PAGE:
First, I want to be extraordinarily careful at the outset of this column. The subject matter to be discussed is very informative and should be known by our citizens. The use of force, particularly deadly force in any circumstance can subject a person to criminal prosecution. Since this is a general rebuttal column about the use of force by a citizen, it is highly recommended that the reader review and understand O.C.G.A. sections 16-3-21, 16-3-23, 16-3-21.1, and 16-3-24 which provide more detailed law on this subject.

With that being said, I am outraged at the number of people who are actively seeking to undermine, weaken, and even eliminate Georgia’s “stand your ground” law. However, when I read about people like Sen. Vincent Fort (D), Jesse Jackson, and the PUSH Rainbow Coalition, it is transparent that these “activists” are simply trying to make headline to promote a specific political agenda.

Ok, so what is the current law in Georgia that is under assault? Since 2006, our law generally provides that a person who uses threats or force relating to the use of force in defense of self or others has no duty to retreat and has a right to stand his or her ground and use force. However, that person must be reasonably in fear of death or grave bodily harm when using such force. That is why great care must be exercised when self-defense used in Georgia.

Additionally, a person who uses threats of force or force for self-defense can be immune from criminal prosecution under certain circumstances unless in the use of deadly force, such person utilizes a weapon the carrying of or possession of which is unlawful by that person. (Such as if a convicted felon were to possess a firearm in using force).

These are called immunity hearings. I have filed a handful of immunity motions myself on behalf of defendants who were justified in using force.

Interestingly, the Georgia Supreme Court has held that once a defendant seeks immunity from prosecution, the trial court is required to resolve the issue before trial. In other words, a jury may never get to decide if the defendant is criminally liable in a deadly shooting when immunity is asserted by the defendant. This is a very rare and unique protection given to a criminal defendant in Georgia.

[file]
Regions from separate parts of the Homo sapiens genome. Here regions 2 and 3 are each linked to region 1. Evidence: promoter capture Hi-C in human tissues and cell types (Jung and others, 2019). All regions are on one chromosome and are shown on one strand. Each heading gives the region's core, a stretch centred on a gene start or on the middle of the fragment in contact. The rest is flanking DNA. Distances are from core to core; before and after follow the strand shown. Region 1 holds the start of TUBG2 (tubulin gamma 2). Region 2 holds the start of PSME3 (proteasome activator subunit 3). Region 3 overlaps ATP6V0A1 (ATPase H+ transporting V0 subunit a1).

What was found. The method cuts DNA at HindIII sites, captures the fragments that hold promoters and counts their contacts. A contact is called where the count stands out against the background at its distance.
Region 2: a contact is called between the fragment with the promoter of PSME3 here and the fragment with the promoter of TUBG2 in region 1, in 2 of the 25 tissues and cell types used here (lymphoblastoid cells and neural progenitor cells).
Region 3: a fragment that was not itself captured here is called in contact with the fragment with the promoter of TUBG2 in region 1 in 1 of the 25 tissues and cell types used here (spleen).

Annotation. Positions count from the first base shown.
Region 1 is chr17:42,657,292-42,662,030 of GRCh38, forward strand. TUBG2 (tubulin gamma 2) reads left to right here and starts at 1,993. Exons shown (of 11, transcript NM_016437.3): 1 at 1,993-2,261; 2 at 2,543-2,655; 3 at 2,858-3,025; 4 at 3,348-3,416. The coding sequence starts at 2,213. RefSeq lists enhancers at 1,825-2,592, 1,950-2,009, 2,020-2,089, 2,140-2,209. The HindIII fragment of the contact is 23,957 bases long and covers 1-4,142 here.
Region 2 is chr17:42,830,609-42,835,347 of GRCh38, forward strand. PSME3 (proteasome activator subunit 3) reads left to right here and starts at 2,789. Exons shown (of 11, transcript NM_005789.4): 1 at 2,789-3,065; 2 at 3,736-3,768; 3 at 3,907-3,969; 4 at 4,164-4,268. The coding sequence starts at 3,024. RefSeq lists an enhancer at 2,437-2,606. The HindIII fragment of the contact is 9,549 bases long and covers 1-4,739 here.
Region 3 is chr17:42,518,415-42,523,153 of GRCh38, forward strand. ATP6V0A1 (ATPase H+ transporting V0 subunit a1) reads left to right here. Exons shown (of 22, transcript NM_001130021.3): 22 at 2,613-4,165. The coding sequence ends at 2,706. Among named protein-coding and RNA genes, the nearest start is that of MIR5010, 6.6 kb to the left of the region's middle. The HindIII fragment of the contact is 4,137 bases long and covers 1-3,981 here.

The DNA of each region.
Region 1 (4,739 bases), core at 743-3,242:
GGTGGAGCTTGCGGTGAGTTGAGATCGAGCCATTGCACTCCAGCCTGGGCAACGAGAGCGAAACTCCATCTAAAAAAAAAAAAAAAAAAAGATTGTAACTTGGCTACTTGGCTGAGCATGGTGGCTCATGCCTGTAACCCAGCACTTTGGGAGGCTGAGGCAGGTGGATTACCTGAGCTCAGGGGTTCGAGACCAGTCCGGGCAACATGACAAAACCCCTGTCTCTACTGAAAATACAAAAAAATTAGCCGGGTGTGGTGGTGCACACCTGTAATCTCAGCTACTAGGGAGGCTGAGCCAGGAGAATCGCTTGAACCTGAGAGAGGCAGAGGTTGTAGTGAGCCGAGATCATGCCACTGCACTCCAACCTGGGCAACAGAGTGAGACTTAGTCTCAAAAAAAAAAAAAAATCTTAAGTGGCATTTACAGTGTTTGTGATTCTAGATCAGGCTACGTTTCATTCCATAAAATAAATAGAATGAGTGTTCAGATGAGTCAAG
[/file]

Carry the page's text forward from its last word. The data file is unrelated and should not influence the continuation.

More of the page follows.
Essentially, it gives a defendant “two bites at the apple.” If the judge denies immunity, then a jury of 12 will decide if the defendant was justified in using force. This is a shining example of a good and logical defense enjoyed by the citizens with the best criminal justice system in the Republic.
In liberal states where “stand your ground” does not exist, a person threatened by force has an obligation to retreat and can strike back only if the threat continues. You can easily picture the helpless victim of violence being required to flee for his or her life. Hopefully the victims in these states are fleet of foot.

If you shoot a violent criminal in these states who is brandishing a shotgun pointed at your son’s head, you will be headed to the state penitentiary.

These activists primarily want to remove the “duty to retreat” provision of Georgia law. This would essentially gut the entire law itself. It would also create the largest class of potential victims in Georgia history.

We are not that kind of state. Georgia’s are self-sufficient, tough, and strong believers in the right to protect themselves and their families. Georgia is proud to have hundreds of thousands of lawful gun owners firmly entrenched in our society. This will not change today and will not change in the near future. All of the Vincent Fort’s of the world will not change the culture of this wonderful state.

For proof of this, look no further than our elected representatives in west Georgia. Representatives Cooke, Nix, and Hightower will ensure that this political stunt will not come close to surviving in the House. Senator Dugan will do the same in the Senate.

Senator Fort, Mr. Jackson, and your minions – Your political posturing and interference with our natural rights are unwelcome in this State, sirs. I would suggest that you take your entourage to a communist country where you may feel more at home.